First permanent art installation along Indianapolis Cultural Trail is illuminated
FOR IMMEDIATE RELEASE
Jan. 22, 2008
“Ann Dancing” by internationally renowned artist Julian Opie a legacy of the popular 2007 public art exhibition
INDIANAPOLIS – From now on, there will always be dancing in the streets in Indianapolis. Or at least dancing at the intersection of Mass Ave, Alabama Street and Vermont Street.
A new animated artwork by internationally renowned artist Julian Opie, titled “Ann Dancing,” now has a permanent home in the Mass Ave Cultural District. The four-sided light emitting display (LED) is installed outside the Old Point Tavern.
“Just one month ago, we illuminated the Indianapolis Cultural Trail’s East Corridor, the Trail’s first segment,” said Brian Payne, president of the Central Indiana Community Foundation, at the dedication ceremony. “Today we’re here to continue a new tradition in our public art exhibition legacy, and I’m happy to say that it’s the first permanent art installation along the Indianapolis Cultural Trail: A Legacy of Gene & Marilyn Glick.”
Last fall three bronze sculptures from the city’s first public art exhibition, Tom Otterness in Indianapolis, were installed permanently outside the Indiana Convention Center. More than $550,000 was raised from generous private donors to underwrite the costs.
by the Arts Council of Indianapolis, Julian
Opie: Signs was the city’s second
major public art exhibition. The exhibition featured 11 art installations,
including three LED sculptures – one of a man walking, one of a woman walking
and one of a woman dancing – throughout downtown and an electrically lit image
of musician Bryan Adams in White
River State Park.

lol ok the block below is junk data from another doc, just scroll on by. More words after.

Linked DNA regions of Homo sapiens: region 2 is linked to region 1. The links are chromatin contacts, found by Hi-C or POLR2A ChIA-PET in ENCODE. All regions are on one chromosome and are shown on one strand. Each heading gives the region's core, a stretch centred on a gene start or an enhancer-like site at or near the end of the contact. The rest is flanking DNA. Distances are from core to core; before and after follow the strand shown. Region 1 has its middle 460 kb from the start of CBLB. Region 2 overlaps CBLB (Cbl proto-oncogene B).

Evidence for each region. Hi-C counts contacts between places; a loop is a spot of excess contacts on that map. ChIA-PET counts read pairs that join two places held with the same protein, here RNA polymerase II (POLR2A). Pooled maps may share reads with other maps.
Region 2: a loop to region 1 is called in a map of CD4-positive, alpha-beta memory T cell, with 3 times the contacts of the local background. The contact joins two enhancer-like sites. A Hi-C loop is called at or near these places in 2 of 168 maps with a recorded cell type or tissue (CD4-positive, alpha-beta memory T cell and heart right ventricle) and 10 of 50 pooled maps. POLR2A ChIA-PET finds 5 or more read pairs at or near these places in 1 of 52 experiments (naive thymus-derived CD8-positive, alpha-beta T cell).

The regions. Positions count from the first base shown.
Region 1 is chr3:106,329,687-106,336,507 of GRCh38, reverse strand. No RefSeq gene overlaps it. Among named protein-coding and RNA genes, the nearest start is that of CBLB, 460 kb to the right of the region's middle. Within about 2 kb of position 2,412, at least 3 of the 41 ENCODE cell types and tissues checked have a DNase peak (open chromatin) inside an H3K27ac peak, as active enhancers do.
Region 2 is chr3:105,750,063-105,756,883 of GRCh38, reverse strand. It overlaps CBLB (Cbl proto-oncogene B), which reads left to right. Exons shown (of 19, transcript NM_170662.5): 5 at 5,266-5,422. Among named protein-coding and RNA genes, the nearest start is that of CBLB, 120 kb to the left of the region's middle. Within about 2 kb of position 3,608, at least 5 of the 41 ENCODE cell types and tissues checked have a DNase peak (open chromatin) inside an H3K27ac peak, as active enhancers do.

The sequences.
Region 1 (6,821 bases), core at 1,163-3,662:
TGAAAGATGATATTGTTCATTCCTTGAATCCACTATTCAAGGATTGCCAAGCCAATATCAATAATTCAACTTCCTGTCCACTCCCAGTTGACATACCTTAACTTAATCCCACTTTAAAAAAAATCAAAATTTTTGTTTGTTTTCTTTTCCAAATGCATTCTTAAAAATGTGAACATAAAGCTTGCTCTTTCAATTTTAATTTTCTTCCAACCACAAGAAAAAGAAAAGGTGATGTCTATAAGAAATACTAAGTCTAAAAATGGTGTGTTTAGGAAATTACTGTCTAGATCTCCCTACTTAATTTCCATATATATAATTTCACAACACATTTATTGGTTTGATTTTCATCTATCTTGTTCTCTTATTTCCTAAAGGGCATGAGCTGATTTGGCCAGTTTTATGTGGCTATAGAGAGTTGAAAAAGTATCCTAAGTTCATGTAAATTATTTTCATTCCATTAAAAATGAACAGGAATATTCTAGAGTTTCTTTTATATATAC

Mindy Taylor Ross, director of public art for the Arts Council of Indianapolis, explained that the animated artwork “Ann Dancing” is new, but the hardware and concept were used during the year-long Opie exhibition. “‘Sara Dancing’ was located on the northwest corner of Illinois and Maryland across from Palomino,” Ross said. “‘Ann Dancing’ is a new animation – different model, different clothes, different dance – that will be unique to Indianapolis.”
The total cost for the project – the display and new animated artwork along with the permanent base and installation expense – is approximately $150,000. It is being funded by the Indianapolis Cultural Trail and the Indianapolis Cultural Development Commission. The Indianapolis Cultural Trail is mostly funded by private individuals, foundations and corporations. Lilly Endowment provides funding for the Indianapolis Cultural Development Commission.
The artist, Julian Opie, explains that he’s always been drawn to the idea of statues. “Just as the 19th century city builders used stone and bronze for their bridges and buildings, I use the fabric of modern cities – signs, aluminum, electronics, LEDs, concrete and glass – to create my people,” he said.
“I am really happy that ‘Ann Dancing’ will be in Indianapolis and become part of the street fabric. As I sit in my studio in London I think of her endlessly dancing for the passing traffic.”
“Ann” will seldom dance alone. In recent years, pedestrian traffic has increased considerably at the intersection where she is taking up residency. A mix of old and new retail businesses, offices, residential offerings, restaurants and other attractions have made the Mass Ave Cultural District a favored destination. Linking up with the Cultural Trail will only make it more popular.
Patti Perrin, who owns the Old Point Tavern with her husband, Chic, said, “We were delighted when this world-class amenity was sweeping by our door, and now we’re thrilled the plaza will be home to a permanent art installation easily in view for all of our customers and employees.” She and her husband Chic have owned Old Point Tavern for 17 years.
The Arts Council’s Public Art Indianapolis program now is finalizing plans for a third public art exhibition. It will feature nine large sculptures by Chakaia Booker, a New York City-based artist who makes expressive woven sculptures from recycled tires. The exhibition is scheduled to open in July 2008 and run through April 1, 2009.
The Indianapolis Cultural Trail: A Legacy of Gene and Marilyn Glick is a
7.5-mile trail that will be a world-class urban bike and pedestrian path
connecting all six Indianapolis cultural
districts, entertainment amenities and serve as the downtown hub for the entire
Public Art Indianapolis is
managed by the Arts Council of Indianapolis and funded in part by the
Indianapolis Cultural Development Commission. It began in 2004 after the
development of a public art master plan.